By: Michael Lander
|A bicycle, for most cyclists, is something more than just a thing or|
just another way to get around. In many ways, it is like it becomes
a part of you, and who you are, and with it, you can see and
experience life in a much different and better way.
This is my bike. There are many like it, but this one is mine. My bike is like a good friend and it can take me anywhere I want to go. It is a part of my life and I must master it as I master my own life. My bike without me is useless and lonely. Without my bike, I feel useless and lost.
I must ride my bike and be true and faithful to it. With my bike, I know that what counts is often not how fast I go or the number of miles that I ride, nor how much it makes me sweat, nor how hard it makes my heart pound, nor how heavy it makes me breathe. No, it is the journey that my bike takes me on each time that I ride is what matters most.
My bike is as important to my life, if not more so, than any other material thing that I own. Because of that, I learn what it and its parts can do and what it and I can do and not do. I know its limitations, but on it, I sometimes forget that I have any.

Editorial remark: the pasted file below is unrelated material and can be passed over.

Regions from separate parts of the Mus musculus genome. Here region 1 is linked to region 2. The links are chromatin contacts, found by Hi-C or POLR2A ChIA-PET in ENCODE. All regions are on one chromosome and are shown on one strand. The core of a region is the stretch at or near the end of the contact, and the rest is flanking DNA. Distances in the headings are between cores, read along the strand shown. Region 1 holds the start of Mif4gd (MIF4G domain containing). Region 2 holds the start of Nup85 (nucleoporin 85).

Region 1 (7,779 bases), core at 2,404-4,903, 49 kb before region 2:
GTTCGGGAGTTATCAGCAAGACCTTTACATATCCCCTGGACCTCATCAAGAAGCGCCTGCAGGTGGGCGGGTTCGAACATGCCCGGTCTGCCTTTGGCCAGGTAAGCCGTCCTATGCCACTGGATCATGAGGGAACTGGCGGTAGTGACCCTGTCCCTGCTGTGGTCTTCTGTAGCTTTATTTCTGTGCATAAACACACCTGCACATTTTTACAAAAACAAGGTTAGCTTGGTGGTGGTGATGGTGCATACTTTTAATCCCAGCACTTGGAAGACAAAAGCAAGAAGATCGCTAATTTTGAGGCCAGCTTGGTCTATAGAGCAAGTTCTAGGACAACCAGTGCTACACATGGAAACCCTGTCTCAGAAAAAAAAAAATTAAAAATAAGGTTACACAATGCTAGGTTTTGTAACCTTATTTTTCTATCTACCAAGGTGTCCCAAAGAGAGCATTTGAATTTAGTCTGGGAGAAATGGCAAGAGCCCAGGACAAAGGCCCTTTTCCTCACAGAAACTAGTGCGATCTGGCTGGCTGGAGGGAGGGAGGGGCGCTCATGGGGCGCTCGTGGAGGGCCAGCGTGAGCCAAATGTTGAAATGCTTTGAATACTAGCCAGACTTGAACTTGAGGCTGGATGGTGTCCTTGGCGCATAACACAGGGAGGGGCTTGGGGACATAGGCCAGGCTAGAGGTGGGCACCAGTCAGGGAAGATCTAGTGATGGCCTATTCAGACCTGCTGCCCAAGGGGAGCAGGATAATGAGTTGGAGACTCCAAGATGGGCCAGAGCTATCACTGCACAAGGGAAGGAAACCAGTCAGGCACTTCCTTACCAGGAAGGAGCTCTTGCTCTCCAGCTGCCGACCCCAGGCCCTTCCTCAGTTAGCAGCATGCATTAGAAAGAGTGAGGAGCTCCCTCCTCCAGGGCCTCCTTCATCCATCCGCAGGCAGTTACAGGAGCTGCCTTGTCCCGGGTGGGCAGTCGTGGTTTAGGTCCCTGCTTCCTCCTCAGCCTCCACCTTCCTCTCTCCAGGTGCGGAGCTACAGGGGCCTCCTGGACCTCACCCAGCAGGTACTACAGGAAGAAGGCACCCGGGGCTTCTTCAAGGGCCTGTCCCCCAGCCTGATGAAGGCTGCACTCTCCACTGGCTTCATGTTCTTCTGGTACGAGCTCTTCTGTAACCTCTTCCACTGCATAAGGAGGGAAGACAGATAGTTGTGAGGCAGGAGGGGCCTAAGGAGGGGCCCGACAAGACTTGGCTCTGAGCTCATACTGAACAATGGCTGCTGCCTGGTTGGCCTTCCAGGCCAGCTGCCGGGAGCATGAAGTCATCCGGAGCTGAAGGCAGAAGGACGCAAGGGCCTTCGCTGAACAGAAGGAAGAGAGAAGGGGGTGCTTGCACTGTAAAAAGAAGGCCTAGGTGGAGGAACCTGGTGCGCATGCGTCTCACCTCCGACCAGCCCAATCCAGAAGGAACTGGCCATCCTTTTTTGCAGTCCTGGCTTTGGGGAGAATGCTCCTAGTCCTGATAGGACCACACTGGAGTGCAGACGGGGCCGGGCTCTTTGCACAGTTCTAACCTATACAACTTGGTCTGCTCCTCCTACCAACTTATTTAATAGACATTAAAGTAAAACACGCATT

|Having a bike can open the world to you in ways like little else|
can. It can take you places and let you see things that you
might not otherwise see or appreciate.
I keep my bike clean and ready to ride, as I always am ready and willing to ride, which we can never do without the other. On a ride, we become a part of one another, and I trust it as if we were one. Together, we are the masters of our destiny and, together, we can always reach our destination.
My life is enriched by my bike and it makes me better, and stronger, and healthier.
My bike and I are masters of our world and our world is better because we have each other.
I love my bike and the world that it opens up to me.
The Bicyclist’s Creed was inspired by “The Rifleman’s Creed,” by Maj. Gen. William H. Rupertus.